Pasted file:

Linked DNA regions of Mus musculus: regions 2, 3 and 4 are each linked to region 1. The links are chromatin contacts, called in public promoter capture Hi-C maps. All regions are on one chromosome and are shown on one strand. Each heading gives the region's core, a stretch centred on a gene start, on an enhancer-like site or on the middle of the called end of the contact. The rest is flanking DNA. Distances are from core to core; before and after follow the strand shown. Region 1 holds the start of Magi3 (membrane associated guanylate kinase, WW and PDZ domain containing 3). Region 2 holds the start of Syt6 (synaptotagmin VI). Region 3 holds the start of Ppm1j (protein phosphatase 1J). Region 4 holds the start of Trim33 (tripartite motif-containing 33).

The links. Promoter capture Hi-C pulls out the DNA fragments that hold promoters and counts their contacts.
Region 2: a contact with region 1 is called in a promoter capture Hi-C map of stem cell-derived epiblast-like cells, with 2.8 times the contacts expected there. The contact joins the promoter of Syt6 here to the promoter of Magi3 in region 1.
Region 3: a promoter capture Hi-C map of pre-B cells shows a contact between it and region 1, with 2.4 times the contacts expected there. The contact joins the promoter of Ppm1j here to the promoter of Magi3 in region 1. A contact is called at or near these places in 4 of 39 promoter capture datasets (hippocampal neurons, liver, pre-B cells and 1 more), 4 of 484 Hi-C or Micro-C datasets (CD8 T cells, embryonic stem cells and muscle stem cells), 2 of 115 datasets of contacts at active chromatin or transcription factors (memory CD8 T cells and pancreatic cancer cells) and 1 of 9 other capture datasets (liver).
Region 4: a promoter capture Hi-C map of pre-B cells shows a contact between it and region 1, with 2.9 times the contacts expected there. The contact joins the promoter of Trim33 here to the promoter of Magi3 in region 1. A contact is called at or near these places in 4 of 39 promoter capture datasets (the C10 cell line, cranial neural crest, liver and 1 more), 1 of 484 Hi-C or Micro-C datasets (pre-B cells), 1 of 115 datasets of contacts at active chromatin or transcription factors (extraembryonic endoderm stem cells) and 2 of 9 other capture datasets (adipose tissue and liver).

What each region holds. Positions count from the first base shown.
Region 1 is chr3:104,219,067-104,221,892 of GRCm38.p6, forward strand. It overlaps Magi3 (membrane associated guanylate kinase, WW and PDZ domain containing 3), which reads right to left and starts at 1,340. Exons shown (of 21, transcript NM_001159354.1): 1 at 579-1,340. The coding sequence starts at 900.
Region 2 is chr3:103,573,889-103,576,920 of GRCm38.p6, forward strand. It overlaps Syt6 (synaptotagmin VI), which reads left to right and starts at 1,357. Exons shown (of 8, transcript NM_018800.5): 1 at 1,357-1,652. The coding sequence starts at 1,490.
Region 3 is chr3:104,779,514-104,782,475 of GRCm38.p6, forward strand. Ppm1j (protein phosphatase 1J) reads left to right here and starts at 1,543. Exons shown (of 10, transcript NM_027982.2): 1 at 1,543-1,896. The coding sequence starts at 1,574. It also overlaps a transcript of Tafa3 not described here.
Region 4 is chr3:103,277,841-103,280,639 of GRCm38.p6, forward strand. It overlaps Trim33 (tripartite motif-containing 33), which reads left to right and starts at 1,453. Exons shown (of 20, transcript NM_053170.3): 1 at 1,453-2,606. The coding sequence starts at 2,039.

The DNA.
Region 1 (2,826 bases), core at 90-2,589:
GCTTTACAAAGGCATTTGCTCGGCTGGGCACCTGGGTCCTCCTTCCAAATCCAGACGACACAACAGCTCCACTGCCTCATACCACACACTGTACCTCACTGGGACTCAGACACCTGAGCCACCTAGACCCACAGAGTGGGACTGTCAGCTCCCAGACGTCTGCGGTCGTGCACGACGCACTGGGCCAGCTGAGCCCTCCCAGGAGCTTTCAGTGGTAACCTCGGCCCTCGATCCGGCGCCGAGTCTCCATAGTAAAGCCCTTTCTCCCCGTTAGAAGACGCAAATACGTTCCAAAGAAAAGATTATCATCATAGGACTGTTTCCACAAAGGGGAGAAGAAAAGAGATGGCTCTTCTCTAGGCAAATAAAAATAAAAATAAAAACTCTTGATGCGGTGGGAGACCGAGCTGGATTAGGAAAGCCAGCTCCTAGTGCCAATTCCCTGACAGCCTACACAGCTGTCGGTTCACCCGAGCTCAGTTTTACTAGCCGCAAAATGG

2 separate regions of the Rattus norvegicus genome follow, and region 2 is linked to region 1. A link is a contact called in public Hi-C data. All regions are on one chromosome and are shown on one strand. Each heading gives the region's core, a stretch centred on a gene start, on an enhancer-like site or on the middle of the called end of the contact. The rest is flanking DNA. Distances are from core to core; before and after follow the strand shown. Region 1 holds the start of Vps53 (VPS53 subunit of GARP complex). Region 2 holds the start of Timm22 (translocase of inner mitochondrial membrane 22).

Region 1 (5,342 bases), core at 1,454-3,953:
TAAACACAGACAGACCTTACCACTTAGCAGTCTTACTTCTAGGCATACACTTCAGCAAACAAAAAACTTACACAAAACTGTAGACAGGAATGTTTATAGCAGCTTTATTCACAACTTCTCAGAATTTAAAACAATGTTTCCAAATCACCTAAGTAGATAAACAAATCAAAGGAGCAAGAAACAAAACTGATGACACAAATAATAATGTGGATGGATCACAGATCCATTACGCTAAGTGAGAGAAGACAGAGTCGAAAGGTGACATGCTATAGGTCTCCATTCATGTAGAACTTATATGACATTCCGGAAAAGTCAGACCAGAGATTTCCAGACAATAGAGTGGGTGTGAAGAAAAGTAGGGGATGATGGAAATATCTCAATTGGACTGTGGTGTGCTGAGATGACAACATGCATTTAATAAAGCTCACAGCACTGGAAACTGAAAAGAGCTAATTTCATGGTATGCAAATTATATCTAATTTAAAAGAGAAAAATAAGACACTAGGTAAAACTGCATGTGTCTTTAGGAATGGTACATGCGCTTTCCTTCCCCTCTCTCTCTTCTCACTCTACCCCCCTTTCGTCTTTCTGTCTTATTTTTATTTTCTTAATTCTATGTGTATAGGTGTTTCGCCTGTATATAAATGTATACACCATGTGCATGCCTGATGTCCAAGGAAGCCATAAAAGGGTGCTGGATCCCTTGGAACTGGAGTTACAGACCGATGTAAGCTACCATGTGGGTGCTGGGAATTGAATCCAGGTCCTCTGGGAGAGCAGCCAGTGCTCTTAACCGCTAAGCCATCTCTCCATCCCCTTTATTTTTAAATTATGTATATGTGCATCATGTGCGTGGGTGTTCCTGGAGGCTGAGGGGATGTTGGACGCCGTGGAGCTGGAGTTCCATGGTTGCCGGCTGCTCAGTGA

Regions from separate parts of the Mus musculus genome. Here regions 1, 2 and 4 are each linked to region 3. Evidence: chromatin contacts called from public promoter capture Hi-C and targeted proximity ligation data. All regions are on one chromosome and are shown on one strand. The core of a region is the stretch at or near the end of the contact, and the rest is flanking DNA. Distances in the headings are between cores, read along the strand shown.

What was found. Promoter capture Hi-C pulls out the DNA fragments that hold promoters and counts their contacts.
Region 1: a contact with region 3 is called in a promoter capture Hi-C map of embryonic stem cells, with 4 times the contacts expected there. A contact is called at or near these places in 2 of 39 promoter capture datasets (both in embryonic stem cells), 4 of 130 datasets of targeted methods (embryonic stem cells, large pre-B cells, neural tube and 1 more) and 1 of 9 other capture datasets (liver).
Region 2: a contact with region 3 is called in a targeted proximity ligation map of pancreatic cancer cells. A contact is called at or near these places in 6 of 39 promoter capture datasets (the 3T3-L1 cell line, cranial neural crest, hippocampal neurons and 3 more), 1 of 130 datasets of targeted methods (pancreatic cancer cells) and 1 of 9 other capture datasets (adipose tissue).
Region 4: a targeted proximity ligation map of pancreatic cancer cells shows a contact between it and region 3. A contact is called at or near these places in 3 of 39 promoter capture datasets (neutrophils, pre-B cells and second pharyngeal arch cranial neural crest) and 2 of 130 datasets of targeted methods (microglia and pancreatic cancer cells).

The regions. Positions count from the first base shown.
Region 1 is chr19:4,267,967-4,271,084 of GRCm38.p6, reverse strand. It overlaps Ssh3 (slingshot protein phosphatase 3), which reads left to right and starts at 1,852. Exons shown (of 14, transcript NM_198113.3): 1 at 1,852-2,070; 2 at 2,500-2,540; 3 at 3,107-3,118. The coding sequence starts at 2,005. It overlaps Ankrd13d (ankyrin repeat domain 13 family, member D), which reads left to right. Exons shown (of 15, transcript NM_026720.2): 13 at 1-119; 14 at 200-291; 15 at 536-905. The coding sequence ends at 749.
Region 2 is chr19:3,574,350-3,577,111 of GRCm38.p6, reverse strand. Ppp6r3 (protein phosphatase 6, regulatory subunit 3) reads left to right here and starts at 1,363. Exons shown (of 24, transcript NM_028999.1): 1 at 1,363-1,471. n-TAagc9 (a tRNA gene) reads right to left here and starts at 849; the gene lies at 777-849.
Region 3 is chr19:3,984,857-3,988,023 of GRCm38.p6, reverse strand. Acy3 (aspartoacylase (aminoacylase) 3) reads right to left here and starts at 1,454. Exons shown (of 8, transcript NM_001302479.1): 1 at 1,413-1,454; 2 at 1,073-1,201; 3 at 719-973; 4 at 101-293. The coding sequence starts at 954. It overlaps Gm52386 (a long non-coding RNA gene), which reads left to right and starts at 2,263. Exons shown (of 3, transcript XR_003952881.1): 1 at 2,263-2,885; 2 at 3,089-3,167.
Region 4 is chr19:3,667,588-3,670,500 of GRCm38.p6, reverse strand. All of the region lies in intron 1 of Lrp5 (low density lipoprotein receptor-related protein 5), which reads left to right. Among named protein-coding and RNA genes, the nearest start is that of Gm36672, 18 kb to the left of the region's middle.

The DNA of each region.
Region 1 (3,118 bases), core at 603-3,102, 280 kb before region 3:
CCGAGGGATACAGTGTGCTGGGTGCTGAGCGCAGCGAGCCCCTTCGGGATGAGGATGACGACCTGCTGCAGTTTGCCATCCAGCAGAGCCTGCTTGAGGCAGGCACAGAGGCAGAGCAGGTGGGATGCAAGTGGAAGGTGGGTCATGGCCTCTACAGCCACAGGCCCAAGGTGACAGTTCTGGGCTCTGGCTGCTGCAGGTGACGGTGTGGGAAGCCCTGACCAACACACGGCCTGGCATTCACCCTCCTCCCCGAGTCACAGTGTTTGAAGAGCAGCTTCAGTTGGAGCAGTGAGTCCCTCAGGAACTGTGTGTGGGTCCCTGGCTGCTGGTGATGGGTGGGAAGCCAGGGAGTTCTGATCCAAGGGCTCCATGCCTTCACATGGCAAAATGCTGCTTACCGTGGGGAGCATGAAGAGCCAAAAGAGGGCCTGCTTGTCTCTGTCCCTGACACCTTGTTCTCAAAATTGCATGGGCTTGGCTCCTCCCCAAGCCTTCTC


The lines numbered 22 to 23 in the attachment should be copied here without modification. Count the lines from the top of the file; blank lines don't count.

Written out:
The regions. Positions count from the first base shown.
Region 1 is chr19:4,267,967-4,271,084 of GRCm38.p6, reverse strand. It overlaps Ssh3 (slingshot protein phosphatase 3), which reads left to right and starts at 1,852. Exons shown (of 14, transcript NM_198113.3): 1 at 1,852-2,070; 2 at 2,500-2,540; 3 at 3,107-3,118. The coding sequence starts at 2,005. It overlaps Ankrd13d (ankyrin repeat domain 13 family, member D), which reads left to right. Exons shown (of 15, transcript NM_026720.2): 13 at 1-119; 14 at 200-291; 15 at 536-905. The coding sequence ends at 749.